Michelle Bachelet pledged to make Chile “different and fairer” after being sworn in as president Tuesday in a ceremony rich with symbolism.
But the inauguration was notable for the absence of one man — Nicolas Maduro, the president of Venezuela.
Maduro has been due to arrive in Santiago in the morning but failed to show up amid the crisis in his homeland. At least 22 people have been killed in Venezuela since violent protests against the government erupted last month, including two Monday night.
Bachelet, a Socialist who has so far said little about the situation in Venezuela, takes over from Sebastian Piñera, a billionaire businessman who has ruled Chile for the past four years.
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She becomes the first democratically elected Chilean head of state since 1952 to return to the presidential palace for a second term, having already made history in 2006 as Chile’s first female president.
In an emotional ceremony in the Congress building in the port city of Valparaiso, Isabel Allende, the first female head of the Chilean Senate, placed the red, white and blue presidential sash around Bachelet’s neck. It was the first time that one woman had passed the sash to another.
The two women have a shared history, linked to the military coup of 1973 that brought General Augusto Pinochet to power. Allende is the daughter of Salvador Allende, the Socialist president who was deposed by Pinochet and who committed suicide on the day of the coup, while Bachelet’s father was an air force officer who was tortured by the Pinochet regime and died in custody.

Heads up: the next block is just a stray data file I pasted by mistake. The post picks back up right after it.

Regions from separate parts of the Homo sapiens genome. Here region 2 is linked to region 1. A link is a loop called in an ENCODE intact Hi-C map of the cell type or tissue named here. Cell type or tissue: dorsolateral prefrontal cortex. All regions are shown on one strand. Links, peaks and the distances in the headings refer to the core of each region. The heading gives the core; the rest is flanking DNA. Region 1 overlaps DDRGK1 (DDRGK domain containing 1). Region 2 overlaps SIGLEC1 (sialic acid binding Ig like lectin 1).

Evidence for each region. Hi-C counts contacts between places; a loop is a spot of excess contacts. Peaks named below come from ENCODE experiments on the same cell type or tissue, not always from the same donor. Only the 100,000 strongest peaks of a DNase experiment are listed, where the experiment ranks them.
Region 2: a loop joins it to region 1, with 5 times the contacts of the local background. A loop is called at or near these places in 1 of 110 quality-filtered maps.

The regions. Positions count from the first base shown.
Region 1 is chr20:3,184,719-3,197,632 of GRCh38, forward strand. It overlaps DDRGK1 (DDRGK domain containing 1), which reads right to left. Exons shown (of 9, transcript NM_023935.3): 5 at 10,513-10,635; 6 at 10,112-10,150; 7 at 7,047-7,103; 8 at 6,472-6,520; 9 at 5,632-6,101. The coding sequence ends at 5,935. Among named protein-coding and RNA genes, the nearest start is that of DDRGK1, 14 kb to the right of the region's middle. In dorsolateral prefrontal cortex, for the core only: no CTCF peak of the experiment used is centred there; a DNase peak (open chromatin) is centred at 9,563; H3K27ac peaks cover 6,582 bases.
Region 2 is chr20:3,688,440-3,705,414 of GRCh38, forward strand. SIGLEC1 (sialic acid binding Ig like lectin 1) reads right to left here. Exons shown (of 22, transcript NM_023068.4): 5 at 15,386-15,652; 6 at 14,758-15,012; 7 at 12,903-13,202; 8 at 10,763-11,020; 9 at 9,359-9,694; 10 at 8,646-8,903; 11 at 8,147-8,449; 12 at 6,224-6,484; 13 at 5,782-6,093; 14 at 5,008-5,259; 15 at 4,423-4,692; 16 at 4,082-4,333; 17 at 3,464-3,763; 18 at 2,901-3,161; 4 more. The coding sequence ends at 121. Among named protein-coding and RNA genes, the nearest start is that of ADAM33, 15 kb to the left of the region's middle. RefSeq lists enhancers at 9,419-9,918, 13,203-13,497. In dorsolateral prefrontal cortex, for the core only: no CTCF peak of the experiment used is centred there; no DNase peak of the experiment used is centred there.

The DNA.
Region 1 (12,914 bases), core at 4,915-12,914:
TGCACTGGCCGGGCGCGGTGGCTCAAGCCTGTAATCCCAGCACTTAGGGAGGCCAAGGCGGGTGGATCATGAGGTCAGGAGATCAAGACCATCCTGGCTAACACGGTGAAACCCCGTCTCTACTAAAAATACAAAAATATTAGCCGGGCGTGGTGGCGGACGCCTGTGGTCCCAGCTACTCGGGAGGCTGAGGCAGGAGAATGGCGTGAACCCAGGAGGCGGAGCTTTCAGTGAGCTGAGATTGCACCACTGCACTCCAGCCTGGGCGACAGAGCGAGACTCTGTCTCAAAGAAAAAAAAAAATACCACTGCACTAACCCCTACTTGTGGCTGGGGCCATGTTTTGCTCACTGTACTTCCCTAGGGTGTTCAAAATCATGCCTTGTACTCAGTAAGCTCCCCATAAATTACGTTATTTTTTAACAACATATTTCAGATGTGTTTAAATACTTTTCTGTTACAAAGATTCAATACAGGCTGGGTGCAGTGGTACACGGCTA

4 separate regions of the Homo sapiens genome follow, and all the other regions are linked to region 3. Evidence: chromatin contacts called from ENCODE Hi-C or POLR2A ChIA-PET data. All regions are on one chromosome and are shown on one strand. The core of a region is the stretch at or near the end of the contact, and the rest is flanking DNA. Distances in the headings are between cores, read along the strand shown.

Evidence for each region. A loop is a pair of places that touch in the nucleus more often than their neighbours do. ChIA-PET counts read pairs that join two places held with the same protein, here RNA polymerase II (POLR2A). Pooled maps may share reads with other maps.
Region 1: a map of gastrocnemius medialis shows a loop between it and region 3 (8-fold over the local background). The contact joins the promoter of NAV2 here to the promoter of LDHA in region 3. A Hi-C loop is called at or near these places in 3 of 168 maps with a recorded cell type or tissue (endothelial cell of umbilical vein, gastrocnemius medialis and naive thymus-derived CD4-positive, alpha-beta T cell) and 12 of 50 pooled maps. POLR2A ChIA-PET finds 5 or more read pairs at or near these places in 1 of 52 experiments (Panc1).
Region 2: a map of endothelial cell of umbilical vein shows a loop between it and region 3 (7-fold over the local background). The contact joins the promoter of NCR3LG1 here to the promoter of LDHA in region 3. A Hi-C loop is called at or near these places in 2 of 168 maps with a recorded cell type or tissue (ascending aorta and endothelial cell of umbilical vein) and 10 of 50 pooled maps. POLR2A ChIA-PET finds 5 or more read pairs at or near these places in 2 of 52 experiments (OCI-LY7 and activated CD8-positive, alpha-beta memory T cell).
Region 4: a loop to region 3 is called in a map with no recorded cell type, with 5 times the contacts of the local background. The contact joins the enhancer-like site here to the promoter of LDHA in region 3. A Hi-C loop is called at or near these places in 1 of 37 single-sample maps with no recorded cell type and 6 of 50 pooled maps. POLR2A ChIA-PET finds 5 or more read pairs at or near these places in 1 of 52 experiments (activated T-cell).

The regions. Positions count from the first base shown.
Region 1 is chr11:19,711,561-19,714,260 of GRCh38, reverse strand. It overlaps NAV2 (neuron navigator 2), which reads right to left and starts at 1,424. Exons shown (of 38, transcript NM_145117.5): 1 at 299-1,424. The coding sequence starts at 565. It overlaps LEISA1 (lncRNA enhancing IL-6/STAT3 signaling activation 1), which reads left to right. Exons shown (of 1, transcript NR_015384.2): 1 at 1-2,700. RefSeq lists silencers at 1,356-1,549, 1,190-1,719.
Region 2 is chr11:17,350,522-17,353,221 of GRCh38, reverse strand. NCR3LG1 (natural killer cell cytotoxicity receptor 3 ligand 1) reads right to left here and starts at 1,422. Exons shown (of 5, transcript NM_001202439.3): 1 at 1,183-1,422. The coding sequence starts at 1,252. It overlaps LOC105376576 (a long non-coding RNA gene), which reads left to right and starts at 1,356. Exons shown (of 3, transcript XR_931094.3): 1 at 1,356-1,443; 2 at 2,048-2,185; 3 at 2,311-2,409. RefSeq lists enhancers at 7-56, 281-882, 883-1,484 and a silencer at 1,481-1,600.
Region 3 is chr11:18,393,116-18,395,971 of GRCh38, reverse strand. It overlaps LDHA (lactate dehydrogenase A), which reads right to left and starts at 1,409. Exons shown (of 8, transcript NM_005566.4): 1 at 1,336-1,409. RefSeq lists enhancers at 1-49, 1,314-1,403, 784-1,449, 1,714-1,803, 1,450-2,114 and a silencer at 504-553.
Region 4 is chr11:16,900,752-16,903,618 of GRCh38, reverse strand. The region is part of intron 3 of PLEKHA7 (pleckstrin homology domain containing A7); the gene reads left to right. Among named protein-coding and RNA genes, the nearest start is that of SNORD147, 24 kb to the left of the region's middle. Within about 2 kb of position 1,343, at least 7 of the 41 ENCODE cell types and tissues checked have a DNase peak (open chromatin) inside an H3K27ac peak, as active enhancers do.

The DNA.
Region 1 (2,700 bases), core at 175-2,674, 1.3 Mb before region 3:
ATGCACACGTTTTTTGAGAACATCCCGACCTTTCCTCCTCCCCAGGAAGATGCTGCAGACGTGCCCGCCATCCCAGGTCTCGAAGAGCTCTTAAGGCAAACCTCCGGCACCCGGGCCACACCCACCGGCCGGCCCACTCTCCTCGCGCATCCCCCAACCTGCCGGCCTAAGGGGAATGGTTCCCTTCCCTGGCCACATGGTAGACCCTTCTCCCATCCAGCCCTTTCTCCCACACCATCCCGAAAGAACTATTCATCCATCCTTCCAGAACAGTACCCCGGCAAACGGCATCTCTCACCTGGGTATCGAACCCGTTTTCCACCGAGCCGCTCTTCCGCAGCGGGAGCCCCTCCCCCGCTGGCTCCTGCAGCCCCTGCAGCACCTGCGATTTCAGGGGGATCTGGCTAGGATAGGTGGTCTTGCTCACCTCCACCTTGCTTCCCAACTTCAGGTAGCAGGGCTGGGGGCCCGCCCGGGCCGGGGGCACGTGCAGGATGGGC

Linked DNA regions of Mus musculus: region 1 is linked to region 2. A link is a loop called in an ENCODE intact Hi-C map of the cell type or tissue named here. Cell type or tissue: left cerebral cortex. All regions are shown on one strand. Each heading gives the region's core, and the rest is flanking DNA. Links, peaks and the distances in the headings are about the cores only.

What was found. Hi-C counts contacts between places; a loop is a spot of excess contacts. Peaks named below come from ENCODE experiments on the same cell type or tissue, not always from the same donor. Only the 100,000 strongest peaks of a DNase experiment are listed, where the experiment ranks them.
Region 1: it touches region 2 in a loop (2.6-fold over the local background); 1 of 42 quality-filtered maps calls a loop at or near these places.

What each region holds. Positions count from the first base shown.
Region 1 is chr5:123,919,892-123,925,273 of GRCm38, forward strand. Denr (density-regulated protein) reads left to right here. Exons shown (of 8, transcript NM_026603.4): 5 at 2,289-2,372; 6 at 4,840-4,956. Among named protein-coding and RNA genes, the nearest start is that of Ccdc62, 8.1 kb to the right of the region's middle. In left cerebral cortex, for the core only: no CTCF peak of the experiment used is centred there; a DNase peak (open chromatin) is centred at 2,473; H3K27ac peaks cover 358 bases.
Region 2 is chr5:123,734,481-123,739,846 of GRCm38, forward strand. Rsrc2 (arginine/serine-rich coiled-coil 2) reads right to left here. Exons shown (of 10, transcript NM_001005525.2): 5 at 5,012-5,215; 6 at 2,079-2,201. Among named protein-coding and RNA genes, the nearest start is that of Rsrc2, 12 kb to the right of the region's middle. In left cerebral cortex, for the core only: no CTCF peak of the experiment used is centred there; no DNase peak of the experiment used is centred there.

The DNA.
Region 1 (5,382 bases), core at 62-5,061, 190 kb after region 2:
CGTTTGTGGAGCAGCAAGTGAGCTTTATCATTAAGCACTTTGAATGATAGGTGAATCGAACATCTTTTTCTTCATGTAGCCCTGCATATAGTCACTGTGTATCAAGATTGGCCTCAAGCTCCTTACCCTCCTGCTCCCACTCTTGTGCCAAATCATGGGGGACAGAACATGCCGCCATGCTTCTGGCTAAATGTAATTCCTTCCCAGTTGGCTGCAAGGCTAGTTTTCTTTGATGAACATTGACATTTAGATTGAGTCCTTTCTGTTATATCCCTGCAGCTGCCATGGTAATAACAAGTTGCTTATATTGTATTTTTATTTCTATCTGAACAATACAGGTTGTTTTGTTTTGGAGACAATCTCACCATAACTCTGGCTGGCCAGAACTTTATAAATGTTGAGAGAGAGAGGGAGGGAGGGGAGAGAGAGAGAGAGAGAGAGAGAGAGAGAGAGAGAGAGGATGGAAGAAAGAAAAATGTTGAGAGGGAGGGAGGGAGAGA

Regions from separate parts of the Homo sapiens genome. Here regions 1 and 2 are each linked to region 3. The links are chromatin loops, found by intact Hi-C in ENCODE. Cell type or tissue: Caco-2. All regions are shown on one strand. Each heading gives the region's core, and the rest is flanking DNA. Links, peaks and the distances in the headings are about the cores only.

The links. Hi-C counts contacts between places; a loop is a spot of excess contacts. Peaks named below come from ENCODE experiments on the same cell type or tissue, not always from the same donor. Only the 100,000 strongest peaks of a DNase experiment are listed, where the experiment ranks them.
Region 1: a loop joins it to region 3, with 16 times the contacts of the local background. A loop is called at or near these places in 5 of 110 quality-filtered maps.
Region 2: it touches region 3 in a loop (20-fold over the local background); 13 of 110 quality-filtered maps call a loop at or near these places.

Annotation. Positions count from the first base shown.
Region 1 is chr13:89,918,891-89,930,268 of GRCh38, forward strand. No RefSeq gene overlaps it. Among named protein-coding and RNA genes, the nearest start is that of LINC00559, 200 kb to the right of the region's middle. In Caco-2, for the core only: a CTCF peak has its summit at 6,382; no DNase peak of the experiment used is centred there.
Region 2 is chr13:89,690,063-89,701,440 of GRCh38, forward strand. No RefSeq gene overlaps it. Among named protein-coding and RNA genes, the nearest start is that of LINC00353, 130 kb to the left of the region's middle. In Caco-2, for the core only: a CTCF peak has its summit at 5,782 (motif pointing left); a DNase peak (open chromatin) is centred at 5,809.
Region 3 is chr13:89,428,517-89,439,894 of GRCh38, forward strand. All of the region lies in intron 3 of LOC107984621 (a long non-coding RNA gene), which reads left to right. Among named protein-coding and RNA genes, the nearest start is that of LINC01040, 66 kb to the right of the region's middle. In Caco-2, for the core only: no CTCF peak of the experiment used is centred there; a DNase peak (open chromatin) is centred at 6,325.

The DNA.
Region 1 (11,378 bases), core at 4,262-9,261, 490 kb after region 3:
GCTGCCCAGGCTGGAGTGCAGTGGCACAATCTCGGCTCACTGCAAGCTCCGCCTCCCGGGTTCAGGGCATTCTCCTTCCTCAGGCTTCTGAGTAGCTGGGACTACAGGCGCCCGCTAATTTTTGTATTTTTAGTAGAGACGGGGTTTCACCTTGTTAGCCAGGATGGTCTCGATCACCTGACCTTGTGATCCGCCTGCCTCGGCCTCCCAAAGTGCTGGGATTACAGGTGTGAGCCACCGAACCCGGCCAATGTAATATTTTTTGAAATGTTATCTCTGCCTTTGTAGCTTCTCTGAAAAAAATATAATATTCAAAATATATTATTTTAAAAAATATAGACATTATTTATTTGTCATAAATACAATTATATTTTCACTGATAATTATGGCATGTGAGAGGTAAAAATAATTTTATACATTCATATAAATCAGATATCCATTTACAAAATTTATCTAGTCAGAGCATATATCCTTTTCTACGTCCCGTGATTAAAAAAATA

“I want to pay special homage to my father and to all those who gave their lives in the fight to recover democracy,” a visibly moved Allende said as she was sworn in as head of the upper house. “I know he’d be proud to see his daughter in this role.”
Around a dozen Latin American leaders were at the ceremony including Brazil’s Dilma Rousseff and the leaders of Chile’s three closest neighbours: Argentina, Bolivia and Peru. Vice President Joe Biden represented the United States.
With Maduro absent, Venezuela’s representative was its foreign minister, Elias Jaua. No reason was given for the president’s no-show.
Several right-wing members of the Chilean parliament wore lapel badges during the event that read “S.O.S. Venezuela” in solidarity with that country’s opposition. Hundreds of Venezuelans living in Chile have staged protests in Santiago recently to voice their anger with the Maduro government.
On Tuesday, a small group of leftists turned up at Congress to express their support for the government in Caracas. They waved red, yellow and blue Venezuelan flags and carried posters of Maduro’s predecessor Hugo Chávez, the father of the country’s so-called “Bolivarian revolution.”
The region’s foreign ministers will meet in Chile on Wednesday to discuss the Venezuelan crisis, which has prompted concern across Latin America.